Analytical verification of doses or concentrations:
no
Details on analytical verification of doses or concentrations:
not applicable
Duration of treatment / exposure:
6 days
Frequency of treatment:
Single exposure
Post exposure period:
None
Remarks:
10E-11 to 10E-5 M (actual concenration)
No. of animals per sex per dose:
Not applicable - human breast cancer cell line used, oestrogen receptors were isolated from MCF-7 cells.
Examinations:
Binding to human ostrogen receptor and induction of cell growth.
Effects on the expresssion of oestrogen-regulated protein
Positive control:
17 beta-oestradiol
Details on results:
The affinity for binding to human oestrogen receptors was measured by substitution of radiolabelled 17 beta-oestradiol from human oestrogen receptor isolated from MCF-7 cells. RBA (relative binding affinity) for 4,4'-dihydroxybiphenyl was 0.085%.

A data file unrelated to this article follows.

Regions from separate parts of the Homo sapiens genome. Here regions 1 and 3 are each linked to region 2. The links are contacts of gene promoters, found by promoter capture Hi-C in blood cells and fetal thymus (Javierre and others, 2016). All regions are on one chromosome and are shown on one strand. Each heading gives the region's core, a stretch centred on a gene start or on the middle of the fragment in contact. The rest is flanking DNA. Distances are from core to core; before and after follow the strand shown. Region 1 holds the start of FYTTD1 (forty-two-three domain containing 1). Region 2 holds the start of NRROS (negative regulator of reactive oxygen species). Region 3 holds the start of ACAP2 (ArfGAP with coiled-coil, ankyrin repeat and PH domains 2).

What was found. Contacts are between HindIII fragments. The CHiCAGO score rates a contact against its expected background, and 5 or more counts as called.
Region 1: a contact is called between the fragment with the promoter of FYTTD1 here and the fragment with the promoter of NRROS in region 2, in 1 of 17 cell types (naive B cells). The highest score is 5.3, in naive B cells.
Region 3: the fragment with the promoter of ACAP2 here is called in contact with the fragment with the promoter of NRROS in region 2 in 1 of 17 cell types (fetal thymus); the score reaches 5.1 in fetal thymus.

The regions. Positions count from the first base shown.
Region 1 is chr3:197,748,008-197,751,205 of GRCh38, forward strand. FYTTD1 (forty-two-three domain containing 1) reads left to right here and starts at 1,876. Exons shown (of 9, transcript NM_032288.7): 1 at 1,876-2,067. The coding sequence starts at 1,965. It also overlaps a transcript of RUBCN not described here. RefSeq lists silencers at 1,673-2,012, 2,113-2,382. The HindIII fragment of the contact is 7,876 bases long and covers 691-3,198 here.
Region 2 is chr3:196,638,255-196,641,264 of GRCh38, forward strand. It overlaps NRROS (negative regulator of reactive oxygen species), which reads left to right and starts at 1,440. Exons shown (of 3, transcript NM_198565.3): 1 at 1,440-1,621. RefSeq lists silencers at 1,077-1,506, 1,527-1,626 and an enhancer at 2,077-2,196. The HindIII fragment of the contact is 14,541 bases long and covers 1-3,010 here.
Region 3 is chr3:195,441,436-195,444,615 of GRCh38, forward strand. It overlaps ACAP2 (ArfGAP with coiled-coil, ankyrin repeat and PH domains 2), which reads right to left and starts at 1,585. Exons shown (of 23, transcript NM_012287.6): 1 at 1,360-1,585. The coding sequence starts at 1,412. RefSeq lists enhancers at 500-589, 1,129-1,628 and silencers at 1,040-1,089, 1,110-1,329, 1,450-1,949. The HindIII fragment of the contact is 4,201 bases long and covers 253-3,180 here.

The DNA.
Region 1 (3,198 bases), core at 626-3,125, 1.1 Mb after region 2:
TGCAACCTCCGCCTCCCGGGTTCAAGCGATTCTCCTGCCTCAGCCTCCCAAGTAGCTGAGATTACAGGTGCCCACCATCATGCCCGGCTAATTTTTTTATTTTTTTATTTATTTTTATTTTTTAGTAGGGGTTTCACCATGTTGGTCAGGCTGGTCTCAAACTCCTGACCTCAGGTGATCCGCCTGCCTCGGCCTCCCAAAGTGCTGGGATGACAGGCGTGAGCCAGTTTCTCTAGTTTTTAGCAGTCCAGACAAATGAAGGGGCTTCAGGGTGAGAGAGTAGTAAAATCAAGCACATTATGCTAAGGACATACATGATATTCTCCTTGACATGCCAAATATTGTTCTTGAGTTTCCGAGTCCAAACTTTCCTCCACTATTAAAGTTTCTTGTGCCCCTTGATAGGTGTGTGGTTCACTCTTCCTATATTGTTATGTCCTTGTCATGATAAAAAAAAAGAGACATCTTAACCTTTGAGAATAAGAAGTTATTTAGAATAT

The EC50 values - concentration of test compound required for 50% of radiolabelled 17beta-estradiol to be displaced from the oestrogen receptor was 3.35 µM for 4,4'-dihydroxybiphenyl (representing the lowest relative binding affinity).

Induction of cell growth - 4,4'-dihydroxybiphenyl induced a maximal cell growth stimulation of 43% in comparison with 17 beta-oestradiol. It was noted that higher test concentration often reduced the proliferative effects. The relative proliferative potential was calculated by comparing the test concentrations that induced 40% cell growth with the concentration of estradiol having the same effect. The RPP for 4,4'-dihydroxybiphenyl 240,000 fold lower than 17 beta-estradiol